Evidence shows that for TAFEs to prevent gender-based violence they need to address what drives violence across the entire institution.
Respect and Equality in TAFE outlines a whole-of-TAFE approach and can guide you to build a TAFE that actively promotes gender equality.
[This video is a hand-drawn style animation. Over a light green background, the video starts showing a book as its cover is being drawn. The drawing is completed revealing the book title, 'Violence Against Women in Australia | Let's change the story’. ]
Every story has a beginning, a middle and an end.
[The book opens and its pages start to turn rapidly, quickly reaching the end of the book where a title page reads 'The End'.]
And the story of violence against women is a story with no happy ending.
[Suddenly, the pages start to turn backwards, landing on a sub-chapter titled 'Respect and Equality in TAFEs'.]
But what if we could change this story? To do that, we must go back a little and talk about Education. Let’s look at Respect and Equality in TAFEs.
[The animation then moves in and the content of the book takes the whole screen, revealing a group of four TAFE students, two men and two women, in front of a TAFE building.]
TAFEs connect students directly to their working life and are also a workplace to many.
[We then zoom in to reveal a divide between them; two men dressed in workwear and hi vis vests and the two women wear nursing uniforms.]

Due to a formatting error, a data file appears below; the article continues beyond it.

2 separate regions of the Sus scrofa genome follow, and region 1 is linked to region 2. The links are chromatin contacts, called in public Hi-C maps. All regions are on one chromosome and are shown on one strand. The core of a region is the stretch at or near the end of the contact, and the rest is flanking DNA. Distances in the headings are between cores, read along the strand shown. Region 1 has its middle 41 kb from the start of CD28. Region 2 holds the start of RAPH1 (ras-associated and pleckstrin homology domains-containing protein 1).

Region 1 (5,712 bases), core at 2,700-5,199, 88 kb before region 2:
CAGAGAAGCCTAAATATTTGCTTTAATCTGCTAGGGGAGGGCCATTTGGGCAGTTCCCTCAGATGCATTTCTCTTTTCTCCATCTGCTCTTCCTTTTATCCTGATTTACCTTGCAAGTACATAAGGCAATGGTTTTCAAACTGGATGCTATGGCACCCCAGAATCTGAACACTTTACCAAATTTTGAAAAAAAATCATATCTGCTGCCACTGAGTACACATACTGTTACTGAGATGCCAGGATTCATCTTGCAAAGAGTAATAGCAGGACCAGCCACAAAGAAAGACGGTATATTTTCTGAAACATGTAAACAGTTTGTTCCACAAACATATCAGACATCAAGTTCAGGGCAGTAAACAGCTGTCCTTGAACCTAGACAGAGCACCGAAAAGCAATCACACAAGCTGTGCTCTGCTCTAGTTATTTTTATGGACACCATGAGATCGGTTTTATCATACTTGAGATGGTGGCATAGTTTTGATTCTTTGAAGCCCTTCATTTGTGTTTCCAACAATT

And when this environment is marked by a culture of gender inequality, it can have a direct influence on students' and staffs’ lives.
[The animation transitions now showing a construction site, where a woman in her twenties drives a forklift. Next to her, a group of three male tradesmen scoff and laugh at her.]
When we repeat the narrative that women are not suited to trade careers and men are not suited to caring careers, we perpetuate gender stereotypes and deny everyone career opportunities.
[We transition to a TAFE classroom, where a female educator writes “Construction Basics” on the whiteboard. Behind her, a group of four male students mock and laugh at her.]
When students are not called out for disrespectful behaviours towards women, it normalises aggression as part of the way that some men bond with friends or workmates.
[The animation transitions to show a series of sexist comments like 'Women can't do this job!', 'What's he doing studying childcare?', 'This is no place for women' appearing inside speech bubbles.]
These and other sexist attitudes must not be welcomed in our TAFEs
[Another transition lands on a title that reads 'How can TAFEs create change?']